Small bowl, big bowl

Well, one of the students volunteered to try making whisked Song dynasty tea in class today.  The student has, as far as I know, no prior experience with making whisked tea, and we tried to follow the orders of Cai Xiang and Song Huizong to see if we can get something going.

The problem is, these manuals, if they are treated as such, as really bad manuals.  They are for people who already know quite a bit, and are really not useful for those who don’t know anything to start.  For example, they never mention how much tea to how much water.  How much is appropriate?  It’s not obvious.  Of course, we know, because we’ve done it by experience, but if you are starting out cold, it’s tough.

The whisking also gets difficult, and in Song Huizong’s case, very cumbersome.  Adding water in seven steps means that each individual step of water is really quite small.  It’s not an easy feat to control such pouring, because for the most part, we are not practiced in such things.

We did try our best though, but the student reported that the tea didn’t taste like much — slightly grassy hot water, I think.  The issue, of course, is that there wasn’t enough tea for the water used.  It still begs the question of how much water is really used, and consequently, how much tea.  Enough, of course, to make it frothy, but not too much so it’s too thick.  It’s a fine balance.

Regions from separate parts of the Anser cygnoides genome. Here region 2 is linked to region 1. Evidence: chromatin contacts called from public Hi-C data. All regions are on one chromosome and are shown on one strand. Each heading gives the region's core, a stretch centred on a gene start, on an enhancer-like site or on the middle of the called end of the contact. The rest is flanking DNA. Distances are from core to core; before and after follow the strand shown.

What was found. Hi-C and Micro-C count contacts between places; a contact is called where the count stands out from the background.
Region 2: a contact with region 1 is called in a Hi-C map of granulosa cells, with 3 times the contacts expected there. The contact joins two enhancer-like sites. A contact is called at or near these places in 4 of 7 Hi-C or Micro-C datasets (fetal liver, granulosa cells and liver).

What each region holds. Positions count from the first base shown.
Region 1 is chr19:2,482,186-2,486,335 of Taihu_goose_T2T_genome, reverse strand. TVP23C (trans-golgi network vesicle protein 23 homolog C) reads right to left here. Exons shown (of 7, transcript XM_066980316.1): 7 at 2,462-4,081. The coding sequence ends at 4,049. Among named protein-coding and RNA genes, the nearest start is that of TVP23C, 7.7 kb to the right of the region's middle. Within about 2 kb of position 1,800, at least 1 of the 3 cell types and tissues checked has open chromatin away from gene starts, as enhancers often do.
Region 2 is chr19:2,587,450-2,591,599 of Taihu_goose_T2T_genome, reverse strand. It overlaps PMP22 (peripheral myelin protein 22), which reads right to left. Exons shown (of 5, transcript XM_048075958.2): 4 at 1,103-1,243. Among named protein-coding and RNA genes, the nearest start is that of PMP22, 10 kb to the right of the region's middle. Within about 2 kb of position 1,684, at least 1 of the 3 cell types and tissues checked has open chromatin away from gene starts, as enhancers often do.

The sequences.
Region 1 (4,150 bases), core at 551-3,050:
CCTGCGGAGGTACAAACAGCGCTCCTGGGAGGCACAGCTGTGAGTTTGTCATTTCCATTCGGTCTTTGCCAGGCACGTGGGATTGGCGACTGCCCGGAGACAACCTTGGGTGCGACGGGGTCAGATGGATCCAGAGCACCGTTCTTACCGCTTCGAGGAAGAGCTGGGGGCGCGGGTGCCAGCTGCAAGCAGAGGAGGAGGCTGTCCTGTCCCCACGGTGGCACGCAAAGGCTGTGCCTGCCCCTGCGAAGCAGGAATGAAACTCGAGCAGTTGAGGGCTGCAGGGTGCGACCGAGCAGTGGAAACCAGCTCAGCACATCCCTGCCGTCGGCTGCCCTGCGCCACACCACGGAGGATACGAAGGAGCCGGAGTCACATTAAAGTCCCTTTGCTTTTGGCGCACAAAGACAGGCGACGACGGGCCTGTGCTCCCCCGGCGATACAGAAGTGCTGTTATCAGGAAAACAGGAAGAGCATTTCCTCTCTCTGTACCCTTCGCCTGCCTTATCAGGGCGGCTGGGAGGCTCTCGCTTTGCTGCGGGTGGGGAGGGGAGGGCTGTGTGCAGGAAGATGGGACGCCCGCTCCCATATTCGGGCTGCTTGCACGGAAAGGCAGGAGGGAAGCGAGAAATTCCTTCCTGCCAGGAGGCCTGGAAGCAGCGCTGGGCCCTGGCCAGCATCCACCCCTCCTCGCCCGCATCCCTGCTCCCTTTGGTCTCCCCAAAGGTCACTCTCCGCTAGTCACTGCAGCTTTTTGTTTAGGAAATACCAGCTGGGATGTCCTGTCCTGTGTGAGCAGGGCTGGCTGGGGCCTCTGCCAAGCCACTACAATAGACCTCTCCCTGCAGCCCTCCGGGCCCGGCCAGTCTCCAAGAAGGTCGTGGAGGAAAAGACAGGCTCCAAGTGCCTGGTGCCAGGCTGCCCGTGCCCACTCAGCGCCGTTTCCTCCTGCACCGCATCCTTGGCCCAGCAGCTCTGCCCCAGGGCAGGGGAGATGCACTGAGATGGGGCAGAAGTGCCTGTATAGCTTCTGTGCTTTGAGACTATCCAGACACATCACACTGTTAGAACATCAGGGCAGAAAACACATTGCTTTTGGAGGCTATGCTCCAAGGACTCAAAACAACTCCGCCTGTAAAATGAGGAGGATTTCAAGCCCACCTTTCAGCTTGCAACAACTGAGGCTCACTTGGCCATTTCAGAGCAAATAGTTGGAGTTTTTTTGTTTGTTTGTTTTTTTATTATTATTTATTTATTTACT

Next week we’ll try making tea with a brazier outdoors, and I hope everybody can make a bowl for themselves.  That should be interesting.


Comments

Small bowl, big bowl — 1 Comment

  1. I’m afraid that’s how I feel about Lu Yu too. At first I was enamored with him when I understood I was meant to devote my life to tea. I got a lot of inspiration seeing there was a Tea Saint like that. However, I realize from the translations I’ve seen of his work that it’s either not explained well or irrelevant in the modern day. Sure, he was a good man for being a “teahead,” to use MarshallN’s word. But it just doesn’t matter much to me here in America today. –Teaternity

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